4. @Jonahstein,

    Just a quick FYI about the 3tera announcement, according to their press release, their offering is a beta as well (“announces beta availability of AppLogicâ„¢ 2.4”). Whether it’s a beta or not shouldn’t matter (Gmail is a beta as well, right?)


    To quickly address your points:
    1) Software firewalls (linux/windows) was what GoGrid launched with. Additional hardware components are in the works
    2) Not sure I understand this point
    3) Support is free to GoGrid users and with various tiers available depending on the issue. Depending on the nature of the issue, different support personnel have different layers of support access to GoGrid.

    What RAM sizes are you looking for?


  5. jonahstein

    It is amazing to watch not one but TWO companies beating Microsoft to the punch in the same day by delivery Cloud Computing for Windows Server. Amazon’s cloud announcement stole the thunder, but Information Week reported earlier today that a little know start up, 3tera,, is the first cloud solution vendor to offer a production version Windows Server as a cloud solution, while EC2 is still in beta.

    Microsoft certainly isn’t going to fold in this game, but I wonder if they are holding a winning hand or just bluffing the way they have been against Google.

  6. We are currently using GoGrid and there are still some problems that they need to work out:
    a) The firewall in place is the native firewall within Windows
    b) When provisioning a new server, the DHCP server sometimes does not release an IP to the device
    c) The customer support is done out of India (which is fine) but they do not have actual access to the hardware (in case it is needed)

    Understanding that the cloud works differently, this is not ready for primetime.

    Limitations to the amount of RAM installed on each device is something that is hindering us from moving all our devices to GoGrid

  7. The pricing of this offering will be very interesting indeed. One of Amazon’s key principles is “pay as you go” or usage based charges. We are now talking about the Windows OS as a service.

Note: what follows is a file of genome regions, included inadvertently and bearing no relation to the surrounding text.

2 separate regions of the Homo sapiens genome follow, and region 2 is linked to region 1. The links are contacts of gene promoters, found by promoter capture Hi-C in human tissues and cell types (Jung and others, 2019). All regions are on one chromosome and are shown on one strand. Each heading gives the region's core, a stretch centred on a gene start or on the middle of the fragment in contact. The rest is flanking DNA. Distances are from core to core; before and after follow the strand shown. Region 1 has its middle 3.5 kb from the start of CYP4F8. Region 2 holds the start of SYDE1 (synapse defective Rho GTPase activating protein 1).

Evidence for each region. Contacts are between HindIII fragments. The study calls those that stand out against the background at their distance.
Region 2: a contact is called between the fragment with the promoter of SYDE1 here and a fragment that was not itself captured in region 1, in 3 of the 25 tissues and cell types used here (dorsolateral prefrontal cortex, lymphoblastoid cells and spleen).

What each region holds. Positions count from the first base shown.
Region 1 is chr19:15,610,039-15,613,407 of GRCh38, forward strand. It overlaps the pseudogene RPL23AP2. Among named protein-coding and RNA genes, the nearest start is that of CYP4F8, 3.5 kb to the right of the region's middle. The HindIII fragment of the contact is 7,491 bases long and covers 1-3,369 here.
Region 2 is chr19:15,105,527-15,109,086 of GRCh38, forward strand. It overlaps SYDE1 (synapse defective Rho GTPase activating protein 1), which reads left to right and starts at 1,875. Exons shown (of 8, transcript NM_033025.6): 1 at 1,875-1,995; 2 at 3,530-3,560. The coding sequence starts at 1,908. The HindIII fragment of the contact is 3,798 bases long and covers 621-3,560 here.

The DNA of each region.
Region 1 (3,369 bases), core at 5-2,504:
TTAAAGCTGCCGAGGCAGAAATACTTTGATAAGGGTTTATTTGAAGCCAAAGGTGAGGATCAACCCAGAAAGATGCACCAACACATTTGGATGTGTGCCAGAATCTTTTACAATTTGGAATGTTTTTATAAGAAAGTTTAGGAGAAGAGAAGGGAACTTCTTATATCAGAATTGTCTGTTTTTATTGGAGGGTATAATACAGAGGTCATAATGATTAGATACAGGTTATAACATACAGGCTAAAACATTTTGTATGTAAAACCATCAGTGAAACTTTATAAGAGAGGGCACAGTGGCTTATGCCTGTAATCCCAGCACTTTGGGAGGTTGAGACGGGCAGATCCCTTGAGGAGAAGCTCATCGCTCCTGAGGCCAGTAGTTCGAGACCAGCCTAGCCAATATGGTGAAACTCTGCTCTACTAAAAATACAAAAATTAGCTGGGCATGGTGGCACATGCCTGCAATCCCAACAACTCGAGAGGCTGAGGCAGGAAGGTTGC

Pure play hosting companies probably have had to deal with a similar problem while using Windows OS VMWare images.

    – Ranjit Nayak

  8. exciting news .

    Michale ,

    Its time to update that comparison chart on your website .

    I seriously hope that you & Flexiscale guys comeup with a good product and support to migrate data to and from EC2 so that i have comfort of option when i move my Business Process into the cloud . Lack of option is one major reason why a lot of people are restraining from moving to EC2 /S3 type of services .

    I see a BIG Ticket acquisition in this space in next two years . Most Probably by MSFT ,IBM or CISCO .
    Good Luck .

  9. I’m not sure that GoGrid nor Flexiscale will be losing any type of competitive edge with this announcement. Cloud Computing users will have a choice and will obviously choose the Cloud Infrastructure that they are most comfortable with. Most Windows users are GUI users, as compared to Linux users who are more comfortable with command-line interfaces.

    GoGrid launched with a public beta at the beginning of this year after 3 years of development. One of the most important features of GoGrid was to develop a GUI that was user-friendly, something that Window’s users can definitely appreciate and understand. It makes the usability of the product much higher. However, we also launched an API to provide the programmatic flexibility to control the GoGrid Cloud Infrastructure. Basically, the best of both worlds (GUI and Command-line through the API).

    While there are choices now, users will naturally gravitate towards an environment which they are the most comfortable.

    This sector will only become even more exciting in the future!

    Technology Evangelist for GoGrid